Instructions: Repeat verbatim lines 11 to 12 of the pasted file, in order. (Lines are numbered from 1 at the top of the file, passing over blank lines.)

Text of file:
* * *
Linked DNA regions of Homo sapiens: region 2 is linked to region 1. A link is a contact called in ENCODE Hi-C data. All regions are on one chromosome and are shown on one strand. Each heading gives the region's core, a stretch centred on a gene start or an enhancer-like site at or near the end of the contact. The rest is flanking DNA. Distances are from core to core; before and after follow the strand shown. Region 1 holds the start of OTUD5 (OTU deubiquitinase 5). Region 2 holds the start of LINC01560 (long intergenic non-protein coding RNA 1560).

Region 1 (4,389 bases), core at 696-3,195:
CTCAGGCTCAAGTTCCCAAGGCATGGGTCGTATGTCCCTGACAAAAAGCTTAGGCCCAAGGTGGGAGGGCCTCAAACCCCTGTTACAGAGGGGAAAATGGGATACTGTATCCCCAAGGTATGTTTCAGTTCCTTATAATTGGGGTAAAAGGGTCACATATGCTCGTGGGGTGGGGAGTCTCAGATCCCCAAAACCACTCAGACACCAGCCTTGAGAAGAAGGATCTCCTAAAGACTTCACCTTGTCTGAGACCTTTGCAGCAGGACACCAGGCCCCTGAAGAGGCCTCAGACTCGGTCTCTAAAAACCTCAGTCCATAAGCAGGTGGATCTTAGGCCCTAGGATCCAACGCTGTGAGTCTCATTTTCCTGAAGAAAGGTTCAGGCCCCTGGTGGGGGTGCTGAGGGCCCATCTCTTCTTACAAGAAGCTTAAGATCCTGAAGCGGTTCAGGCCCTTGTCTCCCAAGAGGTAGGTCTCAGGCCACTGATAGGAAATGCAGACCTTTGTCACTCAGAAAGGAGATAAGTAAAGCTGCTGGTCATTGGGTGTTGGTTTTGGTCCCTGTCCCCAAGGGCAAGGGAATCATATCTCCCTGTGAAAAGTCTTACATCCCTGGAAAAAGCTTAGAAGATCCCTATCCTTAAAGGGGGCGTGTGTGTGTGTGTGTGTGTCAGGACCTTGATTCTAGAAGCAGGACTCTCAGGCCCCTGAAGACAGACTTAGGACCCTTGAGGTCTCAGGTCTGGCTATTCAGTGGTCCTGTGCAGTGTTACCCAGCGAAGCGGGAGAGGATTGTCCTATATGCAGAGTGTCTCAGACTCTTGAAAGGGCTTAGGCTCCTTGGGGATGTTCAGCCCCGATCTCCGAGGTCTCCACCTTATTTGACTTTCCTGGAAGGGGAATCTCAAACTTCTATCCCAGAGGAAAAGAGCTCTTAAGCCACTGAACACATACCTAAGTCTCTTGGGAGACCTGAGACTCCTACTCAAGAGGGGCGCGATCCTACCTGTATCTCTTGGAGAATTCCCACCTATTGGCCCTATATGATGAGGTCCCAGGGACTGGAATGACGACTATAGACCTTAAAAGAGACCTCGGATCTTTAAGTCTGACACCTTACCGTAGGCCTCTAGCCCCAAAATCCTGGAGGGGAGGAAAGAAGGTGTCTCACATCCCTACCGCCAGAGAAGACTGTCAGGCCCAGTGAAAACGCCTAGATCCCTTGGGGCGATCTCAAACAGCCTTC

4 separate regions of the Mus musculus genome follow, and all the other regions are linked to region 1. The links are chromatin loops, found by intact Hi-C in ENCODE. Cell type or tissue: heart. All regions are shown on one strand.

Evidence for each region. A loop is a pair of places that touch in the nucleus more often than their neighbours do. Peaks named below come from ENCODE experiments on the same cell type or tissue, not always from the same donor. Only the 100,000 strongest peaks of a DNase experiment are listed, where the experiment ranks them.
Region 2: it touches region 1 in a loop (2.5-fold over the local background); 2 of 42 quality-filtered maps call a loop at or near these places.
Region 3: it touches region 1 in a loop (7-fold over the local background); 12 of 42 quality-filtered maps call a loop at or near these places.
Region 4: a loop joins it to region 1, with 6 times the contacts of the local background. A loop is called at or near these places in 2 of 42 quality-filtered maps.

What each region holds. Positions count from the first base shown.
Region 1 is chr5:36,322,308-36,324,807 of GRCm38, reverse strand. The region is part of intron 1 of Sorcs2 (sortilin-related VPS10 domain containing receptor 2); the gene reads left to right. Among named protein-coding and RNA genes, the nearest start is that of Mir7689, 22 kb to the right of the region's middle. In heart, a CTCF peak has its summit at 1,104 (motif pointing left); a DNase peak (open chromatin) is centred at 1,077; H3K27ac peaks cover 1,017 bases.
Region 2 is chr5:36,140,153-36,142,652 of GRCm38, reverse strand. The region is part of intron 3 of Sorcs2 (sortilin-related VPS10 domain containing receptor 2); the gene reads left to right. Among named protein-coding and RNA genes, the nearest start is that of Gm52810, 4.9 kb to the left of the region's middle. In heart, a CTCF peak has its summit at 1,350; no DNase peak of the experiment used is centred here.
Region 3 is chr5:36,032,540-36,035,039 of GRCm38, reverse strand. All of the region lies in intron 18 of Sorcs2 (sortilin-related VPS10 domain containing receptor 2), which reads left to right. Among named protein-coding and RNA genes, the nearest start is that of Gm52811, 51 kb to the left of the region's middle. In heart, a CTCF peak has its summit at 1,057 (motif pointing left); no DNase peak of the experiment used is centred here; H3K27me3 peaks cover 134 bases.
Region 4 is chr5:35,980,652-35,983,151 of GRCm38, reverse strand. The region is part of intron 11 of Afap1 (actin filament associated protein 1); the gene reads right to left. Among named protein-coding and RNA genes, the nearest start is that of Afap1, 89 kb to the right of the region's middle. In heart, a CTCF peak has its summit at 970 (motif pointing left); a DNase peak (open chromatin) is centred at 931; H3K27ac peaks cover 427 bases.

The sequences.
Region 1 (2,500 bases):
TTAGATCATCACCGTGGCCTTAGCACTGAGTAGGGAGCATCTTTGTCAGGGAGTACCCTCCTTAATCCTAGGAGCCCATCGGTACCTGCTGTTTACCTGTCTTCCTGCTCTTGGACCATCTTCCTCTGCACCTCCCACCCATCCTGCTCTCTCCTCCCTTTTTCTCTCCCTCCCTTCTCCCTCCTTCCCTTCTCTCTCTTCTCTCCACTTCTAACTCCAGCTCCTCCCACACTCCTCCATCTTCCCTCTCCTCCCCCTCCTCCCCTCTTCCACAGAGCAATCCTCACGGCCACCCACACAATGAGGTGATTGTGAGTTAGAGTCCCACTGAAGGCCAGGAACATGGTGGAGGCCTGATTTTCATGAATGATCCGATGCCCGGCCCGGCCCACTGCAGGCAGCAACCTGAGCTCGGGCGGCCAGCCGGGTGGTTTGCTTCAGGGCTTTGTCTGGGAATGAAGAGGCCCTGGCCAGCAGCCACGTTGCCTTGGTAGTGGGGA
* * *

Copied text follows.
Region 2 is chr5:36,140,153-36,142,652 of GRCm38, reverse strand. The region is part of intron 3 of Sorcs2 (sortilin-related VPS10 domain containing receptor 2); the gene reads left to right. Among named protein-coding and RNA genes, the nearest start is that of Gm52810, 4.9 kb to the left of the region's middle. In heart, a CTCF peak has its summit at 1,350; no DNase peak of the experiment used is centred here.
Region 3 is chr5:36,032,540-36,035,039 of GRCm38, reverse strand. All of the region lies in intron 18 of Sorcs2 (sortilin-related VPS10 domain containing receptor 2), which reads left to right. Among named protein-coding and RNA genes, the nearest start is that of Gm52811, 51 kb to the left of the region's middle. In heart, a CTCF peak has its summit at 1,057 (motif pointing left); no DNase peak of the experiment used is centred here; H3K27me3 peaks cover 134 bases.